The present invention also relates to apparatus for performing these operations. This apparatus may be specially constructed for the required purposes or it may comprise a general purpose computer as selectively activated or reconfigured by a computer program stored in the computer. The procedures presented herein are not inherently related to a particular computer or other apparatus. Various general purpose machines may be used with programs written in accordance with the teachings herein, or it may prove more convenient to construct more specialized apparatus to perform the required method steps. The required structure for a variety of these machines will appear from the description given.
The following disclosure describes solutions to problems which are encountered in dealing with the risks which are associated with the use of objects in a widely distributed, object oriented, client-server system, in which a Deputy application is used as an intermediary between a client application and one or more servers in order to reduce the risks of contaminating either the client application or the servers. The implementation described, while it may be used in any relevant context, is an extension to the Distributed Object Environment ("DOE") system of Sun Microsystems, Inc. However, no specific knowledge of the DOE system is required by those skilled in these arts to understand and implement the process and system described in this disclosure.
The present invention discloses systems and methods for creating and using a Deputy application as an intermediary between a client application and servers which either have no reason to trust each other or otherwise will recognize only users who appear on the server applications access control list ("ACL").
The environment in which the present invention is used encompasses the general distributed computing system, wherein general purpose computers, workstations, or personal computers are connected via communication links of various types, in a client-server arrangement, wherein programs and data, many in the form of objects, are made available by various members of the system for execution and access by other members of the system. Some of the elements of a general purpose workstation computer are shown in FIG. 1, wherein a processor 1 is shown, having an Input/output ("I/O") section 2, a central processing unit ("CPU") 3 and a memory section 4. The I/O section 2 is connected to a keyboard 5, a display unit 6, a disk storage unit 9 and a CD-ROM drive unit 7. The CD-ROM unit 7 can read a CD-ROM medium 8 which typically contains programs 10 and data. FIG. 2 illustrates a typical multi-processor distributed computer system wherein independent computers 20, 22 and 24 are connected to each other and possibly to a shared memory unit 28 via a communication link. FIG. 3 illustrates a typical object oriented, client server arrangement, wherein a user 30 can initiate a client application 34 on a first computer 32. The client application 34 places a call 40 on an object reference 36 which points to an implementation of the object (also referred to as the "target object") 46 on a second computer (the server) 50. The call 40 is passed to the communication control mechanism 38 which sends the call to the server 50 on which the object implementation 46 is located. This object implementation mechanism 46 originally creates the object reference 36 and makes it available to users. Upon completion of processing the call, the object implementation 46 will return a message or the results of a desired operation via the communication link 42 to the originating client application 34. This client-server model may also function in a single processor unit wherein the communications mechanism functions are performed by the operating system (62 in FIG. 4).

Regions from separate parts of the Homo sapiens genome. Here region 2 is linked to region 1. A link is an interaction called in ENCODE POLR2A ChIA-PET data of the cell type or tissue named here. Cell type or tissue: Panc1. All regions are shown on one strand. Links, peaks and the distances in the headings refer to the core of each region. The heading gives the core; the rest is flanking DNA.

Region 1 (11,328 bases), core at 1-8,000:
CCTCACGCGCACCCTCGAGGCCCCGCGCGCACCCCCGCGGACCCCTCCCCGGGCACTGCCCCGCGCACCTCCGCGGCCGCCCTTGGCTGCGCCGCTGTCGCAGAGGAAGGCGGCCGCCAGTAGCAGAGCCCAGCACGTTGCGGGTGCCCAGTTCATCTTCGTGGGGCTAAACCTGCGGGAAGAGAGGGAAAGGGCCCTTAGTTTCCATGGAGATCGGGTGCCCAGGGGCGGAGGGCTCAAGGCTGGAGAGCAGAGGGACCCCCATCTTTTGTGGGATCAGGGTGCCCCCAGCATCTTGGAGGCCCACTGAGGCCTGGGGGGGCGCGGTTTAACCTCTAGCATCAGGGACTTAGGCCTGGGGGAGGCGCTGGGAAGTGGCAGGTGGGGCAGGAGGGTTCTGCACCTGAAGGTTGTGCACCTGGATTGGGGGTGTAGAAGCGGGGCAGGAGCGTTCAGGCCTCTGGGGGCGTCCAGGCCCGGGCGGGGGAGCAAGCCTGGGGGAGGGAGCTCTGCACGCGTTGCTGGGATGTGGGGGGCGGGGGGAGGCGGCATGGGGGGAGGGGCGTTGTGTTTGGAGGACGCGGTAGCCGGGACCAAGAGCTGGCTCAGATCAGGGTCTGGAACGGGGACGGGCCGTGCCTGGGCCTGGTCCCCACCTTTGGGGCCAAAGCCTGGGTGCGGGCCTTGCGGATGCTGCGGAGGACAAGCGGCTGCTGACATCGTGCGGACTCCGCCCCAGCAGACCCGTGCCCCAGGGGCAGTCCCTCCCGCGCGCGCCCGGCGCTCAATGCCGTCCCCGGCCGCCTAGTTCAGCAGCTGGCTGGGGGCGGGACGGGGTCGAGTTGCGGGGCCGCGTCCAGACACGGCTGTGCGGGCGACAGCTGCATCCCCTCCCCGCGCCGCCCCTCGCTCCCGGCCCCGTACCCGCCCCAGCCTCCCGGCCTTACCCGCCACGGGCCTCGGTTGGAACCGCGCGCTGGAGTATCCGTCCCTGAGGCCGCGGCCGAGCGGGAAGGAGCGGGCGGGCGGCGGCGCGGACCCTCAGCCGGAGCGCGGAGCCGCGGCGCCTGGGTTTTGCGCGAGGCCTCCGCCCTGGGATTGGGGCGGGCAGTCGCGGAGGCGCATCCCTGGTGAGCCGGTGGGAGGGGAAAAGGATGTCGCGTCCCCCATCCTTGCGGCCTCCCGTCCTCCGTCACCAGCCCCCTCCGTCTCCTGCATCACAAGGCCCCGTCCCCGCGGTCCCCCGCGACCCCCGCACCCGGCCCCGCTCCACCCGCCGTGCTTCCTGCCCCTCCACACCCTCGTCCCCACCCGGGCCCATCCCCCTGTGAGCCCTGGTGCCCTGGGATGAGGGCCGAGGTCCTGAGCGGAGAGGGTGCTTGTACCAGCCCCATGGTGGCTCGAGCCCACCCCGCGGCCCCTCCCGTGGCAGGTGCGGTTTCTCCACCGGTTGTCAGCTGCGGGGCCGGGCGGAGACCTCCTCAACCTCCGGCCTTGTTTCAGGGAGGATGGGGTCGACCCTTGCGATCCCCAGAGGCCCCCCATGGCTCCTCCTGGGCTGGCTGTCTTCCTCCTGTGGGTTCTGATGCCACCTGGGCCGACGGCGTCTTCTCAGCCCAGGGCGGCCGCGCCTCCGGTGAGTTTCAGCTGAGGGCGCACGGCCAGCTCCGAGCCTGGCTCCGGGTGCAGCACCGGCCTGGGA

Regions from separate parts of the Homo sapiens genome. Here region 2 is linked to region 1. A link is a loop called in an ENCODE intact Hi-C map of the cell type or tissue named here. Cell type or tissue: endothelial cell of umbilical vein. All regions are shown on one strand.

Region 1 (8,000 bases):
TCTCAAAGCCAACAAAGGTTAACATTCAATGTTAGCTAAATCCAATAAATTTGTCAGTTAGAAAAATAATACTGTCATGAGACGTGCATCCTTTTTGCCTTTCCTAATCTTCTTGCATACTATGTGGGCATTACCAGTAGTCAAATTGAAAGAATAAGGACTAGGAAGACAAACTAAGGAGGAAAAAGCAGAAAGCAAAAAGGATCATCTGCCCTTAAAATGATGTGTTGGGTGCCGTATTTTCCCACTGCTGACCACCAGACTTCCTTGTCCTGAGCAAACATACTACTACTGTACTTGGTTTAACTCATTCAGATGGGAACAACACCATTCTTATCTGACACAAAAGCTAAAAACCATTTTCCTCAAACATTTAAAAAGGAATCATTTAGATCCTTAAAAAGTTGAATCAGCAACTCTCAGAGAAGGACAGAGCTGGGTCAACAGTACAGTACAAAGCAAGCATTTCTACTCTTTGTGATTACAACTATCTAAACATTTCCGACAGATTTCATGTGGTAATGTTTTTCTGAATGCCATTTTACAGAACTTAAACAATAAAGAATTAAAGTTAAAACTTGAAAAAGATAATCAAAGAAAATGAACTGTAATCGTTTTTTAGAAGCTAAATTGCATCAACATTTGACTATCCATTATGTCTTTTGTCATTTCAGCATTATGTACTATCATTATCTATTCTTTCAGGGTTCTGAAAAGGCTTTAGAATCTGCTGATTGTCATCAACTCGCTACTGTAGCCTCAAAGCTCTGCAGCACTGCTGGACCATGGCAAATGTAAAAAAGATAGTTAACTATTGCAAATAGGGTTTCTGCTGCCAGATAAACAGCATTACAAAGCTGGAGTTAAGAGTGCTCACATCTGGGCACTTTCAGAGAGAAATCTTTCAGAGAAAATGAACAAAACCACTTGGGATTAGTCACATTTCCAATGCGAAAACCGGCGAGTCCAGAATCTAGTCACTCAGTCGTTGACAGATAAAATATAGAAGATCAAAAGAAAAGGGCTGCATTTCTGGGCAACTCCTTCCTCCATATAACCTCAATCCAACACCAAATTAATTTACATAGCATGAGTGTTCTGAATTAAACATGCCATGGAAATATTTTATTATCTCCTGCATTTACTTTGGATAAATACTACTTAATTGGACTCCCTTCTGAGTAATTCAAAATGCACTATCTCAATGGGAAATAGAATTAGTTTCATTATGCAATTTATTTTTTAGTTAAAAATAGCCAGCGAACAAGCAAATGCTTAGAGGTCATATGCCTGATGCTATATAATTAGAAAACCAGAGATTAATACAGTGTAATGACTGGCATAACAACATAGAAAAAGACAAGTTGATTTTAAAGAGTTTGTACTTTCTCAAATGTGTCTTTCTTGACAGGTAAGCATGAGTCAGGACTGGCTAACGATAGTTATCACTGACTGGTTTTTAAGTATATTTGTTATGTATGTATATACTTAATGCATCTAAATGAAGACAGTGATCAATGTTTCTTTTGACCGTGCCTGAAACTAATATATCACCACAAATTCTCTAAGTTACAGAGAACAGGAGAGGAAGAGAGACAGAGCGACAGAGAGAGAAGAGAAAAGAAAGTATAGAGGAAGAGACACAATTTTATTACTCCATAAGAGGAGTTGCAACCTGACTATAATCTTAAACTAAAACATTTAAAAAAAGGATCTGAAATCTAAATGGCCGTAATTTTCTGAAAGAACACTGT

Referring now to FIG. 5, a DOE object and object reference are shown. A client application 70 may contain art object reference 72 which can point 74 to an object (also called an object implementation) 78 on a remote server 76. The object 78 may have an access control list ("ACL") 80 connected to it which tells the server 76 which users have authorized access to the object. FIG. 6 illustrates the client and server connection when a particular user (in this case KGH) 82 wishes to operate on the object 78 through the object reference 72, wherein an authorized connection 4 is needed. The client application 82 must prove to the server which user the client application 2 is representing, and the server 86 can then verify, by means of the ACL 80, that this particular user has authorized access to the object 78.
The solution to the delegation problem provided by the present invention is to have object implementors split the object's functionality into two parts.
For example, an implementor who wishes to provide a deputy for the foo interface could as follows. They must implement a server application program DFOO that supports two interfaces, the original "foo" interface and the "foo-- deputy-- maker" interface (see FIG. 14).